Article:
WHERE: Monument and Allen avenues in the center of a grass island in the roundabout.
ARTIST: Jean Antoine Mercie.
DEDICATION: May 29, 1890.
DESCRIPTION: A grand and imposing equestrian bronze figure 21 foot high, mounted on an oval-shaped granite pedestal 40 foot high, which is flanked on both sides by two gray marble columns. The statue is oriented to the south and was the first constructed on Monument Avenue. The traffic flows around this monument in a roundabout, starting in 2004.
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This monument is the one that draws the most “Wows” of all the Monument Avenue statues from first-time visitors. It is the biggest, tallest and most imposing statue of all in Richmond — even bigger than the George Washington equestrian statue at Capitol Square.
The traffic circle is wide and the inside has grass, so it is also the most approachable monument on the avenue. People can sit in the circle and watch traffic, catch sun rays and just hang out with General Lee. There rarely is a bad time of day to photograph the statue as well, as he is facing south and even in the winter, if the sun is shining, it will be on his face instead of his horse Traveller’s backside.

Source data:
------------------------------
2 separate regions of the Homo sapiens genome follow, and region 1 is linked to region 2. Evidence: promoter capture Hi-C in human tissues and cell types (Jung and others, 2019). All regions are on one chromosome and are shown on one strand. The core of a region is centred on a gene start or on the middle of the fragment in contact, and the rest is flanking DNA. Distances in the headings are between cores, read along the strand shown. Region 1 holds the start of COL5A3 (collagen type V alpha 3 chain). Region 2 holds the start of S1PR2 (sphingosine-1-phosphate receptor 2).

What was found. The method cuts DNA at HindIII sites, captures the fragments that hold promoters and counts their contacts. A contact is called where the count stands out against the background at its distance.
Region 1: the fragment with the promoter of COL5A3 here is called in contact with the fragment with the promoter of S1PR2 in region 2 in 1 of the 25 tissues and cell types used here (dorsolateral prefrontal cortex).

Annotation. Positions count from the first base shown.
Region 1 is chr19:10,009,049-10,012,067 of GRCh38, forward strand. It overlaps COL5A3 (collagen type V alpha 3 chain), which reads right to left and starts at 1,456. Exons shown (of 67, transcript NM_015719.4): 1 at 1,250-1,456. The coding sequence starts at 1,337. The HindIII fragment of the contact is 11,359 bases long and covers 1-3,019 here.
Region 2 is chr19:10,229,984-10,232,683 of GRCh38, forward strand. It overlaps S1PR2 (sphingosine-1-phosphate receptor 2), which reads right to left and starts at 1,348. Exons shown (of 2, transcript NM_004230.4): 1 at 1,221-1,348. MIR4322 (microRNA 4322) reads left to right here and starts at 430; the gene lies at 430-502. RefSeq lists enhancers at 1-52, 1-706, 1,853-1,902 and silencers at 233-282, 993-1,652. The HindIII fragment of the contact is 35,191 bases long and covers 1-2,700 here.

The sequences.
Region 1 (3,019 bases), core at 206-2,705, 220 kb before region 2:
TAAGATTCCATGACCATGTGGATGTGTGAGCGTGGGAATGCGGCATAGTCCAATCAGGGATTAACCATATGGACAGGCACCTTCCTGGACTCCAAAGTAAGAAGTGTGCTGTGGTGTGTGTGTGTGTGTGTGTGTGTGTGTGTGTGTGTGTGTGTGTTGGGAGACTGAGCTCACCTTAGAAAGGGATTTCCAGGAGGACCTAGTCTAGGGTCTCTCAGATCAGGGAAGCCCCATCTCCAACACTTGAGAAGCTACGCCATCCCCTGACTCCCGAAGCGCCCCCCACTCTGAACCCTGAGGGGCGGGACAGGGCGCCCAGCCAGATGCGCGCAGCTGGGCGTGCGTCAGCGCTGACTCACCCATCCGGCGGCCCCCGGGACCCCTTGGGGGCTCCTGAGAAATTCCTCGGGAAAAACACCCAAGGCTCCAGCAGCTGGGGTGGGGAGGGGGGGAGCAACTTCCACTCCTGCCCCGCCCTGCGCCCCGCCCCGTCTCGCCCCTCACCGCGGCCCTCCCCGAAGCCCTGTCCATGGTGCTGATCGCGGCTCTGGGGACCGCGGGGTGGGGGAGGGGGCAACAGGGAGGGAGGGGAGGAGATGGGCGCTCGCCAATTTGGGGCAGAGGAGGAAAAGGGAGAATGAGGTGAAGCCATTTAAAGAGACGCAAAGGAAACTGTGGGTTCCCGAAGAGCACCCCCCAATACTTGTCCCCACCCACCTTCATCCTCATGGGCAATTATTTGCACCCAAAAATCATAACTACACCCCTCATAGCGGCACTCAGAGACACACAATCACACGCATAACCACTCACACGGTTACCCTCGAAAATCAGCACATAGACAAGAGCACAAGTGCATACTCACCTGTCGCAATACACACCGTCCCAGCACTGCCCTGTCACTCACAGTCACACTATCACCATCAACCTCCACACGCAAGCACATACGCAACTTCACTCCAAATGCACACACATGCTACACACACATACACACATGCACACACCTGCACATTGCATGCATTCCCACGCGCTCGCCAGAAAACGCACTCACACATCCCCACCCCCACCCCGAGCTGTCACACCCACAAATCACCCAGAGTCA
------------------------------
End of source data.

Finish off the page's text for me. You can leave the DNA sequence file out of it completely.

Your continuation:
HISTORY: Lee graduated from West Point Military Academy. He became a Captain in the Mexican American War. He had also served as a superintendent at West Point. There he was responsible for training future soldiers.
Based on his military accomplishments, he was asked by President Abraham Lincoln to lead the Union army. Lee turned down the position due to his loyalty to Virginia. Lee traveled to Richmond in 1861 to accept charge of the Army of Northern Virginia. He later served as a military advisor to Jefferson Davis, President of the Confederate States of America.
Confederate General Robert E. Lee showed his skill of organization as he prepared 40,000 troops for battle. His men held him in high respect and obediently carried through his orders. Lee’s greatest battles included the battles of Antietam, Chancellorsville, Fredericksburg, and Gettysburg.
On the afternoon of April 9, 1865, Lee surrendered to General Grant of the Union army at Appomattox Court House, marking the end of the Civil War.
After the war Lee became the president of Washington College, which is now called Washington and Lee University. On October 12, 1870 at age 63, Lee passed away at Washington and Lee. He is buried under Lee Chapel there.
Lee’s horse, Traveller, became well-known as he carried Lee throughout the Civil War. The horse died in June 1871 from stepping on a rusty nail.